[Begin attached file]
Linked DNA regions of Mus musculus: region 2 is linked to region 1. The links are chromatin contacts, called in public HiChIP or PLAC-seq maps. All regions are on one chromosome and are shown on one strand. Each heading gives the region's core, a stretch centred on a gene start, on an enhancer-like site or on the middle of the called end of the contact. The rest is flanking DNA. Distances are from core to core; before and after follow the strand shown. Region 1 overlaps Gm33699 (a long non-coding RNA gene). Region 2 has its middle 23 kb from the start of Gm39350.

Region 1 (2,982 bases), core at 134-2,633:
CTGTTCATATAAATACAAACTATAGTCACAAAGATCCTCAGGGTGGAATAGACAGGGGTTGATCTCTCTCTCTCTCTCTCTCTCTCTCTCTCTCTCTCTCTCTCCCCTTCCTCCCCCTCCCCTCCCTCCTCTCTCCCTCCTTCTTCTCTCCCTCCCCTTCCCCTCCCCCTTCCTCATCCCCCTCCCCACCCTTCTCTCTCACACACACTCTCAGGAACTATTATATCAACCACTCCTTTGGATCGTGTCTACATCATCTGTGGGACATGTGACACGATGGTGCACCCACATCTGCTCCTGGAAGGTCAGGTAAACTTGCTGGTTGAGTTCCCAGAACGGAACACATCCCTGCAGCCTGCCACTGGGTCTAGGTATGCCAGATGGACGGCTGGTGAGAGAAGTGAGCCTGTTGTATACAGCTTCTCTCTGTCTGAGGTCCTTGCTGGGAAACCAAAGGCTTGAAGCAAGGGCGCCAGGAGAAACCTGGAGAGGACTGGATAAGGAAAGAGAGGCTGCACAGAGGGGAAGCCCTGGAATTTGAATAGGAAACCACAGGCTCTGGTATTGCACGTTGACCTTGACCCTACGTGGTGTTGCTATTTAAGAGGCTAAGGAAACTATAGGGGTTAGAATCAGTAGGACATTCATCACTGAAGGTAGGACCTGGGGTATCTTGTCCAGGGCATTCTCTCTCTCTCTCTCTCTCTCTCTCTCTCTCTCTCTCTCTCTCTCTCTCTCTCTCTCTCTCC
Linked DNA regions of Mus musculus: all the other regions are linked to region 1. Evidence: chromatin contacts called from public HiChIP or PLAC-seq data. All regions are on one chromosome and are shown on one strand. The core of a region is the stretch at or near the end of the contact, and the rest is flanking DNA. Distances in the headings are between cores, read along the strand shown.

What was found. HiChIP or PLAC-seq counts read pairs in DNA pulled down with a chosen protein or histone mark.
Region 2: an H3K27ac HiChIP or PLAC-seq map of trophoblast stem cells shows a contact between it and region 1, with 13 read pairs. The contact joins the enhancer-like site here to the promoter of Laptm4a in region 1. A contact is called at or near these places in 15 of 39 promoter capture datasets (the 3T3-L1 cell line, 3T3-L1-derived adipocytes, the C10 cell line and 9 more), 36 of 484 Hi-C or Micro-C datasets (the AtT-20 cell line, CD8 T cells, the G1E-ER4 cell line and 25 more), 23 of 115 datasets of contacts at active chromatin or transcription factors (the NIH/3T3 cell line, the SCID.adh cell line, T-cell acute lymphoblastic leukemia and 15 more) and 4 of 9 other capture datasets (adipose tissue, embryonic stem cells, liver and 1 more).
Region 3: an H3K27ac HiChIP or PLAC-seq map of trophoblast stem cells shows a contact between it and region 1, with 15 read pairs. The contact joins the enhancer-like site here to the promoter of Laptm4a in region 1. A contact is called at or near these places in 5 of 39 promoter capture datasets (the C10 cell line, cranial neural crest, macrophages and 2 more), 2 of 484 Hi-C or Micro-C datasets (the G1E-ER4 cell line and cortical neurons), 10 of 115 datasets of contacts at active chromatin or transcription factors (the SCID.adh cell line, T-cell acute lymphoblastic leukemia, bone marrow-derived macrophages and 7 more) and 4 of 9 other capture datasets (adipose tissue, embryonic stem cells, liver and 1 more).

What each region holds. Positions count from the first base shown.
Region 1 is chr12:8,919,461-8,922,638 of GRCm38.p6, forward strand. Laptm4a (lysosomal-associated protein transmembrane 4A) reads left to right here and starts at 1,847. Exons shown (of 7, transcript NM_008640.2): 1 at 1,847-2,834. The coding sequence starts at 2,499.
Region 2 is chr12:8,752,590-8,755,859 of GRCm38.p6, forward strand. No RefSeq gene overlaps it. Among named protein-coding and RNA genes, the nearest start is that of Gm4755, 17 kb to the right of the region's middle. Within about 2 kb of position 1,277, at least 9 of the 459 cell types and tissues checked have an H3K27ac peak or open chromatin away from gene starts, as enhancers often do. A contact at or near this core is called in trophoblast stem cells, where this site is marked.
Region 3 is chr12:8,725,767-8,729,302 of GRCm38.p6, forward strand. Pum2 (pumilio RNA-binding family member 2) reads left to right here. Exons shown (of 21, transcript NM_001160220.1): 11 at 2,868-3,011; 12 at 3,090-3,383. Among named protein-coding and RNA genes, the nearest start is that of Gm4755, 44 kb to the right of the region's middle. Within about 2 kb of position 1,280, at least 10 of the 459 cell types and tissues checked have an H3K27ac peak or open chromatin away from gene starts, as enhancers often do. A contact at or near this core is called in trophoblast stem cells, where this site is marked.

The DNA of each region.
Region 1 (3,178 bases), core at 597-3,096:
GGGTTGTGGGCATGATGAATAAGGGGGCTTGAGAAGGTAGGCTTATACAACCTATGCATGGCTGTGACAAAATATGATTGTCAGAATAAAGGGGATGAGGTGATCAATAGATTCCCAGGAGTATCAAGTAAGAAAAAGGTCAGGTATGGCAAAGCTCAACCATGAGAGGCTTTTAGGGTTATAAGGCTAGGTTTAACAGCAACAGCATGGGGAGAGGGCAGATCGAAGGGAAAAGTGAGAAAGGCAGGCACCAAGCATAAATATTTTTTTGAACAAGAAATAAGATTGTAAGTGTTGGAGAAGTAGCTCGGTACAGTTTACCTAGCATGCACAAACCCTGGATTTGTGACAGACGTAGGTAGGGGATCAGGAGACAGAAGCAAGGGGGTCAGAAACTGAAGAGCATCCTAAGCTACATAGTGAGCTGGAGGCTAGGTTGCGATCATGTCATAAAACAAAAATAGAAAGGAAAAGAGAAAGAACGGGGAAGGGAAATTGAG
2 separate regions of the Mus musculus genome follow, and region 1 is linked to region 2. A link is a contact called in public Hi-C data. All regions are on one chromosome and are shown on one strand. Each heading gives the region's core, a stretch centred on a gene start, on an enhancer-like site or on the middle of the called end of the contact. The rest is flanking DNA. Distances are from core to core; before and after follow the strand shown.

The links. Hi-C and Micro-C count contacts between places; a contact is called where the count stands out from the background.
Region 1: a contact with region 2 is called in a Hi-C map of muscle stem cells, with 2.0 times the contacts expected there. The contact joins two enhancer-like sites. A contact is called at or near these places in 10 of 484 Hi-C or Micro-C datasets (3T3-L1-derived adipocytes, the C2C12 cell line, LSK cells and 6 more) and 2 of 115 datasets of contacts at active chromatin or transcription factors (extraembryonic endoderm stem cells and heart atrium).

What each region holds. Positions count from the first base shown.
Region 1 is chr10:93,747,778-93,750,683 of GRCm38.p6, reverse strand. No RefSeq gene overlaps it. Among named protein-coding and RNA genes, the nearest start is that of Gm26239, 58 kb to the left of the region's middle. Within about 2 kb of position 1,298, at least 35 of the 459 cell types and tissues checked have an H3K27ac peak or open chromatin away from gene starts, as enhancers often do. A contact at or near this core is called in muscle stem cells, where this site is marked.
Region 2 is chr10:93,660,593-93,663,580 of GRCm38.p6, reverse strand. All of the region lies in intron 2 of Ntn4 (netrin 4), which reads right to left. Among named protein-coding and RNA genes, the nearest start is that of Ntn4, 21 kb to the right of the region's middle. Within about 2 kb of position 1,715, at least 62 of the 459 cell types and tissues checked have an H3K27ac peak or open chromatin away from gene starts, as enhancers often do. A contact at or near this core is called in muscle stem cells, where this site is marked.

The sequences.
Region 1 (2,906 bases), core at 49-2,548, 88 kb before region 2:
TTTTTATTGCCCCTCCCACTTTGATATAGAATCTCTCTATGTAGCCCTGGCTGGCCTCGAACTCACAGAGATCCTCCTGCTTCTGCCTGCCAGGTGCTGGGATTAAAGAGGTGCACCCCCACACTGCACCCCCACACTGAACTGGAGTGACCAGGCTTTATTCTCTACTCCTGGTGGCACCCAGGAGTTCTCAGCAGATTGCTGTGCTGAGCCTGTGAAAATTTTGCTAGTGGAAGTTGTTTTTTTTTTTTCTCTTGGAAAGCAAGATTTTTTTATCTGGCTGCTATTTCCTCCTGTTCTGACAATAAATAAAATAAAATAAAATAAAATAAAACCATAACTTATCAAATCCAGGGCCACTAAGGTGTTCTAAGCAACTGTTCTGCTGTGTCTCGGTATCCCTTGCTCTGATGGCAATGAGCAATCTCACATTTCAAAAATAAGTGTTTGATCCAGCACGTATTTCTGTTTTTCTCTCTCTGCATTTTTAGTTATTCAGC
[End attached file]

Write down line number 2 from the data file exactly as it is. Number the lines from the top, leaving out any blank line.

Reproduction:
Region 1 (2,982 bases), core at 134-2,633: